Why Get Your Felony Reduced?
A felony conviction has long lasting and far reaching consequences. The appearance of a felony on your criminal record can create barriers to admission to schools, hiring by employers, or things such as preventing you from becoming a legal gun owner. However, a felony conviction doesn’t have to follow you forever. In some instances a felony conviction can be reduced to a misdemeanor. The benefits of such a reduction include the ability to legally answer “no” to questions regarding felony convictions, the right to sit on a jury is restored, the right to vote is restored, and the lifetime ban on gun ownership is lifted (although some misdemeanor convictions will still carry a 10 year ownership restriction).
Am I Eligible?
Not all felony convictions are eligible for this reduction. In order for the conviction to be eligible it must meet three criteria outlined in Penal Code (PC) 17(b):
- The felony conviction must be for a “wobbler” offense. A wobbler is any offense that can be charged as either a felony or a misdemeanor and is at the discretion of the district attorney and the judge in the case.
- At sentencing you must have received probation and not have been sent to state prison. Note: if you served any time in state prison you are not eligible to reduce your felony. However, remember that county jail is not state prison and is not disqualifying.
- If you were convicted of multiple felonies, all felonies in the same case must qualify for reduction or none of them does.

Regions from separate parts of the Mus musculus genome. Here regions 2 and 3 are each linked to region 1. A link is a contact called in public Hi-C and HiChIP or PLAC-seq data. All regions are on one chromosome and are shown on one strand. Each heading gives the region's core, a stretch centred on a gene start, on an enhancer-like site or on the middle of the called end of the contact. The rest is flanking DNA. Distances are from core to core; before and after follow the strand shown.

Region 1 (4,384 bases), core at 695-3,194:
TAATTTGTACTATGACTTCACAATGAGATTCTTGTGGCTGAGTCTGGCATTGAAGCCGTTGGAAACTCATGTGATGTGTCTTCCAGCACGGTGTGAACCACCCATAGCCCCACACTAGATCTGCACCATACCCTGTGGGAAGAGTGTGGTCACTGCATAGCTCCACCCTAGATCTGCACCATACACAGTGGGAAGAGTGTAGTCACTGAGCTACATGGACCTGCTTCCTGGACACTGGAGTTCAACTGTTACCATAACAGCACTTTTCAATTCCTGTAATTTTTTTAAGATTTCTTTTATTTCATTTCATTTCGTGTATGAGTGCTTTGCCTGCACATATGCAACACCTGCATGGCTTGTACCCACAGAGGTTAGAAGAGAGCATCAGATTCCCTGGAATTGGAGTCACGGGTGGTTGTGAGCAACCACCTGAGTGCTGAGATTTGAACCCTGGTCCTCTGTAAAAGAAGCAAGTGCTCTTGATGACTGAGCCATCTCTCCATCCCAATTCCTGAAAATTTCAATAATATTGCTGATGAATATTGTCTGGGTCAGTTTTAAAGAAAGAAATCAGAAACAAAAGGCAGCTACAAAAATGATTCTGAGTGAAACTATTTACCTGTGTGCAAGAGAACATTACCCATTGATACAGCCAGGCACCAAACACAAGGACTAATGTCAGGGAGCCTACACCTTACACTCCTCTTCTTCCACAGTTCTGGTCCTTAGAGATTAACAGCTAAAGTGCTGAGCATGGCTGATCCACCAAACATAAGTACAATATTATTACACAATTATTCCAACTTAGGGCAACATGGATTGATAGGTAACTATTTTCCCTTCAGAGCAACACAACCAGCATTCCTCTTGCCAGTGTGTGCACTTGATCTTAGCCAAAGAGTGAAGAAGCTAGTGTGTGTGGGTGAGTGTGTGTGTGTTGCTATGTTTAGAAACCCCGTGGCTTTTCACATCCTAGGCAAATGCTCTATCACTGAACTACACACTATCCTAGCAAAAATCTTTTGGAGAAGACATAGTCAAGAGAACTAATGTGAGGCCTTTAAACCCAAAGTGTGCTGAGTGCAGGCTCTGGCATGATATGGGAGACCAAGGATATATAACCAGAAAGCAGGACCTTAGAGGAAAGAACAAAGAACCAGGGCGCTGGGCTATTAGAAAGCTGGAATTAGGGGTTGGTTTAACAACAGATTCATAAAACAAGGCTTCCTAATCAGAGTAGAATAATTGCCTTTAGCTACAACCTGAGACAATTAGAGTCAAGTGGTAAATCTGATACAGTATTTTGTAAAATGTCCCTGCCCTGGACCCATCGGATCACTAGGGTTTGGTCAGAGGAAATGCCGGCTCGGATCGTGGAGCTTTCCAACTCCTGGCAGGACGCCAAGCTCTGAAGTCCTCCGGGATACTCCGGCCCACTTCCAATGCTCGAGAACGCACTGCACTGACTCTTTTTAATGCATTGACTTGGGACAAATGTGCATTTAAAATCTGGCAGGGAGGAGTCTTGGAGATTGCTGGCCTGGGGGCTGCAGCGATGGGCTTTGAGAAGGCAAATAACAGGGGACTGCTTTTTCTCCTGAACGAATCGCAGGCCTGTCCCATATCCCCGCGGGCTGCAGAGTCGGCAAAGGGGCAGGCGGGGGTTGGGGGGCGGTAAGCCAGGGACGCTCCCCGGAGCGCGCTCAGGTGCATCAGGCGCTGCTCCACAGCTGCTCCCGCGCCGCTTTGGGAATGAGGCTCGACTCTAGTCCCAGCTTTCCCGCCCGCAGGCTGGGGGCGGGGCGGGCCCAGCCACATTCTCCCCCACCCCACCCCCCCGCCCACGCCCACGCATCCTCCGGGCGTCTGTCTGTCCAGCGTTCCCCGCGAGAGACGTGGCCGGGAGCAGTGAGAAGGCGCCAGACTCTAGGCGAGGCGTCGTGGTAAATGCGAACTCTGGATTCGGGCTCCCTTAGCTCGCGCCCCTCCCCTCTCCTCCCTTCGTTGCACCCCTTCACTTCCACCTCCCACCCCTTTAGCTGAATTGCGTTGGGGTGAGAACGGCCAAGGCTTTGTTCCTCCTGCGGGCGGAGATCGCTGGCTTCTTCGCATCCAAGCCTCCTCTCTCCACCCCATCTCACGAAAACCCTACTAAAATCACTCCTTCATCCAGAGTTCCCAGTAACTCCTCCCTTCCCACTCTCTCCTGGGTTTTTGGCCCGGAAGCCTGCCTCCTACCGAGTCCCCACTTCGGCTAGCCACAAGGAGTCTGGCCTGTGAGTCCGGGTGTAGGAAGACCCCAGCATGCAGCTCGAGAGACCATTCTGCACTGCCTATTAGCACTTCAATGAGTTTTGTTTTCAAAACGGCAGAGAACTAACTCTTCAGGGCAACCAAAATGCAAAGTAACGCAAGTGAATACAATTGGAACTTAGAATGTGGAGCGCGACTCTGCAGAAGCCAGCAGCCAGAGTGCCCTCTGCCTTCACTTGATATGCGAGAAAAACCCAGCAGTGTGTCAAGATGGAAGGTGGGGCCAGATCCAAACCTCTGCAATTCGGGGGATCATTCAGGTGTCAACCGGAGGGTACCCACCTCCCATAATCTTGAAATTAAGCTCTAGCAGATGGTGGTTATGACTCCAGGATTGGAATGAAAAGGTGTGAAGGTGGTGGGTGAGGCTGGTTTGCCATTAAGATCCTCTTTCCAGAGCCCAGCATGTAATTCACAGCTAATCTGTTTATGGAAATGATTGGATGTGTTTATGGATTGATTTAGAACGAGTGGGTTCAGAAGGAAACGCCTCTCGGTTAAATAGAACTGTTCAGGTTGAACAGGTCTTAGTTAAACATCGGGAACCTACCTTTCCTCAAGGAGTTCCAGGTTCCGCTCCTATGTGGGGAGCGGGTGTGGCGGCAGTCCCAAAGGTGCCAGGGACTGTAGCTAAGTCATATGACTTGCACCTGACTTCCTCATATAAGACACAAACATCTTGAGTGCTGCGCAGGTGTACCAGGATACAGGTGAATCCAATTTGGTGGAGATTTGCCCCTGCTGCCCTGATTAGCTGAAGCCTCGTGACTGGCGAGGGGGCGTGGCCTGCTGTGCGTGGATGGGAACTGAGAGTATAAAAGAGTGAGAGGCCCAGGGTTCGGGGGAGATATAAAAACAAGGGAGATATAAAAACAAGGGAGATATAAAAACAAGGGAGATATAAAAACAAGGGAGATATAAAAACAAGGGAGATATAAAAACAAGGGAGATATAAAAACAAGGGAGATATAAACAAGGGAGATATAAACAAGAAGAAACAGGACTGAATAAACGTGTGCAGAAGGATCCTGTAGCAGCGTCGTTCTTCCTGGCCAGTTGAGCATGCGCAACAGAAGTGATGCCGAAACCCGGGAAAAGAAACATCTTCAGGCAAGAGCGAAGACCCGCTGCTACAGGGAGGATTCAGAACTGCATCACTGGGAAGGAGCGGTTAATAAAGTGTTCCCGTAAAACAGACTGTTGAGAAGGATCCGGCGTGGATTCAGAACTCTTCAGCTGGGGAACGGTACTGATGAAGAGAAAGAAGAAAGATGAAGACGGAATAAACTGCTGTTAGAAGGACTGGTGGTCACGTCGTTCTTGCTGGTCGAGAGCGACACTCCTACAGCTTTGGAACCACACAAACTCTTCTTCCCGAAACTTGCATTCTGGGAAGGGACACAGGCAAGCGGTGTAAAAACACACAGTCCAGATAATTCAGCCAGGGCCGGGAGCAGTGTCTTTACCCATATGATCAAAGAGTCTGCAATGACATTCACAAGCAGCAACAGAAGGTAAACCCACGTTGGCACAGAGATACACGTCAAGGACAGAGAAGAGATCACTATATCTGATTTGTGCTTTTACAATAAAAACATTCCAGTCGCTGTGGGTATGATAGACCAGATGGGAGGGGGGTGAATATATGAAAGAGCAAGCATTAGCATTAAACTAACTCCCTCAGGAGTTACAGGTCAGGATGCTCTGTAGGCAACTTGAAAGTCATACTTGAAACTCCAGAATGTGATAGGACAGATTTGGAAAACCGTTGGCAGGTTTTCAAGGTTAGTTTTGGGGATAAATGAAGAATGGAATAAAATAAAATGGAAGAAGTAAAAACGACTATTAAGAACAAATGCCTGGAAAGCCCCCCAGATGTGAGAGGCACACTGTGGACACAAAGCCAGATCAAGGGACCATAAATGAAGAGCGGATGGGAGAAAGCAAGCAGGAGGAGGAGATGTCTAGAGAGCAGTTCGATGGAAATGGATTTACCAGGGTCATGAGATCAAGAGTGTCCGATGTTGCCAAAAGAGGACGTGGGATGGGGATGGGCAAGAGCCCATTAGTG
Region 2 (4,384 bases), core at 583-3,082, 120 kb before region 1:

What is the Process to Get my Felony Reduced?
Once you and your attorney determine that you are eligible, your attorney will prepare a petition to the court. When the judge receives your petition they will take several factors under consideration in deciding whether to grant the reduction. The judge will likely look for the following:
- The seriousness and nature of the original offense that led to the felony conviction;
- The petitioner’s overall compliance with the terms and conditions of their probation;
- Petitioner’s criminal history (is this one of many convictions or a first offense); and
- Petitioner’s personal story (has the person changed, are they working, in school, etc.).
In addition to filing to reduce your felony to a misdemeanor, you can also file a motion to expunge the felony conviction at the same time. That means that if the reduction is granted the judge can immediately expunge the conviction that was just reduced. This two step process is the most effective way to remove a felony conviction from your record so that you aren’t denied entry into schools or professional associations and aren’t passed over for jobs.
An experienced attorney can maximize your chances of having your motions for reduction and expungement granted by knowing the most important things to highlight about you and your case for the judge that will ultimately make the decision. Interested in finding out if you qualify to have your felony conviction reduced? Give us a call with any questions that you may have about the process or for a free consultation.